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New Technologies: Space-Based Solar Power

Mark Piazzalunga

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In the previous post I mentioned space-based solar power (if you prefer SBSP) as the future of photovoltaic. Does it seem too fictional? DOE (Department of Energy) thinks it's not. The first time space-based solar power was mentioned was in a novel of Isaac Asimov. Now it has become a possible alternative for the future.

Let's hear what DOE has to say: every hour, more solar energy reaches the Earth than humans use in an entire year and 30% of energy is reflected back into space. Solar panels collect a high intensity uninterrupted solar radiation, thanks to huge mirrors they reflect it to the satellite that transform it into energy and then send it to the Earth as either a microwave or a laser beam.

Obviously in space there aren't cloud and day and night, so space solar panels are able to capture and transmit substantially more solar energy than solar panels on Earth.

SBSP presents more options: the two most commonly discussed designs for SBSP are a large, deeper space microwave transmitting satellite and a smaller, nearer laser transmitting satellite.

Microwave transmitting satellites

Microwave transmitting satellites orbit Earth in geostationary orbit (GEO), about 35,000 km above Earth’s surface. Designs for microwave transmitting satellites are massive, with solar reflectors spanning up to 3 km and weighing over 80,000 metric tons.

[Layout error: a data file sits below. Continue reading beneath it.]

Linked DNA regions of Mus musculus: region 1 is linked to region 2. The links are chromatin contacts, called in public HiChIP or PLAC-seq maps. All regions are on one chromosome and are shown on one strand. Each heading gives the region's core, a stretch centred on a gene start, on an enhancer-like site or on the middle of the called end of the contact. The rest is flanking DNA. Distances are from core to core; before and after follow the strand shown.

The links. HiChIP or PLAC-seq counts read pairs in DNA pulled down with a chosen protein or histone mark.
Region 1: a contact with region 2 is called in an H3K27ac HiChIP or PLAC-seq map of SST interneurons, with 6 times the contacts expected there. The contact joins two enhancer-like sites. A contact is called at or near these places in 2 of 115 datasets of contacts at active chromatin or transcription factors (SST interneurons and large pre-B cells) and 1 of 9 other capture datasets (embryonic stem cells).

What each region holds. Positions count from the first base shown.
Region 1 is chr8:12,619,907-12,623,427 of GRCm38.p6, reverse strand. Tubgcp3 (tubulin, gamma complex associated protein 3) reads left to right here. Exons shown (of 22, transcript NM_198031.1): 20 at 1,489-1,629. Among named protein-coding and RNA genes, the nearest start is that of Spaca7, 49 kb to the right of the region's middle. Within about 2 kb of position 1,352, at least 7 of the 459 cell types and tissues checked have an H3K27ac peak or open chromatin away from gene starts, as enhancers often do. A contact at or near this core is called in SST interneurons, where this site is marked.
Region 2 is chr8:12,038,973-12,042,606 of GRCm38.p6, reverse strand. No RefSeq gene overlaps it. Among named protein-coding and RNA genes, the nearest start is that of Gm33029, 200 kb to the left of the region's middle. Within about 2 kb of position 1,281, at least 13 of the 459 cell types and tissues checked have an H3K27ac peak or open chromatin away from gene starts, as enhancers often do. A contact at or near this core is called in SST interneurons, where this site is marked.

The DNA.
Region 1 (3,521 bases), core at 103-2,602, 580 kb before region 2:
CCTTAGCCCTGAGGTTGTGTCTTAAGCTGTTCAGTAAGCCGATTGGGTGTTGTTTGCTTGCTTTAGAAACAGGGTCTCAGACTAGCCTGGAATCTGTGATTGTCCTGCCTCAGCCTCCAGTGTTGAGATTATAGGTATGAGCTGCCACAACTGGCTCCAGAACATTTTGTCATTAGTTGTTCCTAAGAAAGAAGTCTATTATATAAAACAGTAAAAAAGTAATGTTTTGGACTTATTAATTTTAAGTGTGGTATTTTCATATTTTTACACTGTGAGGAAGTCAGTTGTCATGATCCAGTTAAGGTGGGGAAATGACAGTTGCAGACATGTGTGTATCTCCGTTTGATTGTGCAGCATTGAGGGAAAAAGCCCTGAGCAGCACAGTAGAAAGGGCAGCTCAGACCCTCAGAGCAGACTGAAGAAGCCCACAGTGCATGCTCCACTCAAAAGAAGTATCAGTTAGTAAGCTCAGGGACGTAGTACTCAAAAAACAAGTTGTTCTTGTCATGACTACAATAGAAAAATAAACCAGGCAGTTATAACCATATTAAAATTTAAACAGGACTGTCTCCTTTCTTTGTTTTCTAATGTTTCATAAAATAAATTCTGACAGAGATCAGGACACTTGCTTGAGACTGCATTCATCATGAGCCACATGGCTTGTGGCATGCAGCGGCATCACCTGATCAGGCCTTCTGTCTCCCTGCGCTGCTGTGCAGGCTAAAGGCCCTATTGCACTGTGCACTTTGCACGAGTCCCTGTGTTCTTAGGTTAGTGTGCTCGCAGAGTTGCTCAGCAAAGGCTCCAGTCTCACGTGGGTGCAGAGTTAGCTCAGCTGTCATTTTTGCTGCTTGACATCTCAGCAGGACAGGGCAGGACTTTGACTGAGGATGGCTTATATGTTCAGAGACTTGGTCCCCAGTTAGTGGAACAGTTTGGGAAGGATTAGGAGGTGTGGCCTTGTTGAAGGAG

The long wavelength of the microwave requires a long antenna, and allows power to be beamed through the Earth’s atmosphere, rain or shine, at safe, low intensity levels hardly stronger than the midday sun.

The estimated cost of launching, assembling and operating a microwave-equipped GEO satellite is in the tens of billions of dollars. High price but it worth it. On Earth, the rectenna used for collecting the microwave beam would be anywhere between 3 and 10 km in diameter, a huge area of land, and a challenge to purchase and develop.

Laser Transmitting Satellites

Laser transmitting satellites orbit in low Earth orbit (LEO) at about 400 km above the Earth’s surface. This satellite, with its 10 metric tons, is just a fraction of microwave one and is cheaper too; a laser-equipped SBSP satellite would cost nearly $500 million to launch and operate. It would be possible to launch the entire self-assembling satellite in a single rocket, drastically reducing the cost and time to production.

At its smaller size, there is a correspondingly lower capacity of about 1 to 10 megawatts per satellite. Therefore, this satellite would be best as part of a fleet of similar satellites, used together.

A huge cost, a huge work and it seems an impossible and useless project, someone would say. It's true: a lot of money and work but fifty years ago who would have thought that today 20% of global energy comes from the Sun, the wind and the water? If we continue to repeat that something it's impossible we'll never reach our targets so we have to believe and to support these ideas that can become real facts that will improve our world.

For more information go to Energy.gov

Photo from NASA.


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